• Abstract: The phytoextraction process implies the use of plants to promote the elimination of metal contaminants in the soil. In fact, metal-accumulating plants are planted or transplanted in metal-contaminated soil and cultivated in accordance with established agricultural practices. The objective of the present study was to evaluate the productivity and Cd phytoextraction capacity of white lupine (Lupinus albus L.) and narrow-leafed lupine (Lupinus angustifolius L.), as well as the effect on residual Cd concentration in the soil. Both species of lupines were grown at three CdCl2 rates (0, 1, and 2 mg kg-1), under three agroclimatic conditions in Chile in 2013. In the arid zone (Pan de Azúcar, 73 mm precipitation), narrow-leafed lupine production was significantly (P < 0.05) higher than white lupine (4.55 vs. 3.26 Mg DM ha-1, respectively). In locations with higher precipitation (Santa Rosa, 670 mm; Carillanca, 880 mm), narrow-leafed lupine DM production was slightly higher than in Pan de Azúcar, but white lupine was approximately three times higher. Total plant Cd concentrations in white and narrow-leafed lupine increased as Cd rates increased in the three environments, but they were much higher in narrow-leafed lupine than white lupine; 150%, 58%, and 344% higher in Pan de Azúcar, Santa Rosa, and Carillanca, respectively. Cadmium uptake (g Cd ha-1) and apparent recovery were also higher (P < 0.05) in narrow-leafed lupine in two environments (Pan de Azúcar and Carillanca). These results suggest that narrow-leafed lupine present higher potential as phytoremediation species than white lupine.
  • Papaya seedlings irrigation with saline water in soil with bovine

    • Abstract: Water used for irrigation in semiarid regions of the world is not always of good quality, and may contain salts levels that inhibit plants growth. This study was conducted to evaluate the growth of papaya (Carica papaya L.) 'Golden’ seedlings irrigated with saline water in soil with and without bovine biofertilizer produced by anaerobic fermentation of a mixture of fresh bovine manure and water. The experiment was carried out in Areia County, Paraiba State, Brazil. Treatments were distributed in randomized blocks using a factorial design 5 × 2 relative to five salinity levels in irrigation water of 0.5, 1.0, 2.0, 3.0 and 4.0 dS m-1 in soil with and without bovine biofertilizer, corresponding to 10% of the substrate volume. At 90 d after emergence (DAE), both the electrical conductivity (EC) in soil saturation extract, biometric growth and DM production of papaya seedlings were evaluated. Increased salinity from 0.5 to 4.0 dS m-1 raised, within 90 DAE, soil EC of saturation extract (ECse) from 1.19 to 3.95 dS m-1 and from 1.23 to 3.63 dS m-1 in treatments with and without bovine biofertilizer, respectively. Also, the increase in water salinity from 0.5 dS m-1 to the estimated maximum values ranging from 1.46 to 2.13 dS m-1 stimulated seedling height to 11.42 and 18.72 cm in soil with and without bovine biofertilizer, respectively. Higher salinity levels in irrigation water increased soil salinity levels to values that inhibited both growth and quality of papaya seedlings, but with less severity when treated with bovine biofertilizer.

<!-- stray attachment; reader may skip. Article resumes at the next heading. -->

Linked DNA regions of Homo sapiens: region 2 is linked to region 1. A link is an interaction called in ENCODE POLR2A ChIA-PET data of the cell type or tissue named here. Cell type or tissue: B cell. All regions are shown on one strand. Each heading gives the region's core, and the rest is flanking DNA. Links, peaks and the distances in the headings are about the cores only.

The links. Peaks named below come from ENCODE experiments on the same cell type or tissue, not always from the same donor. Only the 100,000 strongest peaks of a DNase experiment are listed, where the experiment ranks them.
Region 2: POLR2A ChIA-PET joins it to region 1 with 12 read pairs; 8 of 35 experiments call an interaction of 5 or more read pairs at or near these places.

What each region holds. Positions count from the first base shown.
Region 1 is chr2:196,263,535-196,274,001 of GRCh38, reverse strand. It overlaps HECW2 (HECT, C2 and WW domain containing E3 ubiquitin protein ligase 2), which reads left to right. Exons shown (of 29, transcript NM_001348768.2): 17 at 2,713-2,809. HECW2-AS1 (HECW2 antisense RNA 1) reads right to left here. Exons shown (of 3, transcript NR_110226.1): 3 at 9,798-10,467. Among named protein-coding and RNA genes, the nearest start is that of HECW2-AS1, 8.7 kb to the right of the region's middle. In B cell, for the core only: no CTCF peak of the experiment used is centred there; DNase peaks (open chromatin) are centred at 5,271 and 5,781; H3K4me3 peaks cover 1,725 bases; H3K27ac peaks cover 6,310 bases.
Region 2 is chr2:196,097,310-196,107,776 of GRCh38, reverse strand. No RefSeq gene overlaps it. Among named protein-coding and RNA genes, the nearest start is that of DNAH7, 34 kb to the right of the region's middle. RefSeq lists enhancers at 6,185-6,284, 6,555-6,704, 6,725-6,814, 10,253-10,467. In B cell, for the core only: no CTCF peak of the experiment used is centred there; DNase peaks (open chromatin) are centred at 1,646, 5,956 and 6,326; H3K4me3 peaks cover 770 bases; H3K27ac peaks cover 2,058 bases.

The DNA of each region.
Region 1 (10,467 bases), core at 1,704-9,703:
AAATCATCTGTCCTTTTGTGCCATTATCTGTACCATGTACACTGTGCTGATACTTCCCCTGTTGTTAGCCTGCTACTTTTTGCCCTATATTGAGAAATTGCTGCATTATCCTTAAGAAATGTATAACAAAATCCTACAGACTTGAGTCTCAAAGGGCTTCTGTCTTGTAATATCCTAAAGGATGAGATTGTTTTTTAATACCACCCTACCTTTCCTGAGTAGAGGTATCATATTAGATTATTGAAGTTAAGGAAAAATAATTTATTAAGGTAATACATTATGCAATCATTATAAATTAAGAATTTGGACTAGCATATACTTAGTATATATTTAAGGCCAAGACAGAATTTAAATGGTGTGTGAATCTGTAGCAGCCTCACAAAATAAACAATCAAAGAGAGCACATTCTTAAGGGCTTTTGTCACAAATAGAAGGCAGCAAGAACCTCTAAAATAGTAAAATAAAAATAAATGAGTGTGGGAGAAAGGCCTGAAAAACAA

• Competitive ability of cultivated rice against weedy rice biotypes
    : A review

    • Abstract: Weedy rice has been identified as a threat to rice production worldwide. Its phenotypic and genotypic diversity and its potential to compete against rice in all development stages from germination to maturity have resulted in a loss of rice yield and grain quality, which is remarkably high in direct- seeded rice cultivation. Weedy rice dormancy varies, it has a higher germination rate, and tolerates deeper germination depth compared to rice cultivars. Interactions of weedy rice with cultivars often reflect early vigor, more tillering, nutrient utilization ability for shoot development with respect to rice cultivars even though the latter also show an improvement in shoot development under competition. An exponential relationship has been reported between cultivated rice loss and weedy rice density: this is true for all rice cultivars. The degree of loss is dependent on the competitive ability of the rice cultivar being studied, and each weedy rice biotype also interacts differently. Hence, the need for a comprehensive study of the biology of various weedy rice variants. Difficulties arise in the management of weedy rice due to its physiological, anatomical, and morphological similarities to cultivated rice. The manipulation of the environment to improve cultivated rice production and suppress the emergence of weedy rice variants is important in the management of weedy rice, as well as other cultural practices and use of pesticides. The development of herbicide-resistant rice cultivars is necessary to totally eliminate the weedy rice variants. This review provides information on the competitive ability of weedy rice against rice cultivars; this information is essential to create management options to control weedy rice.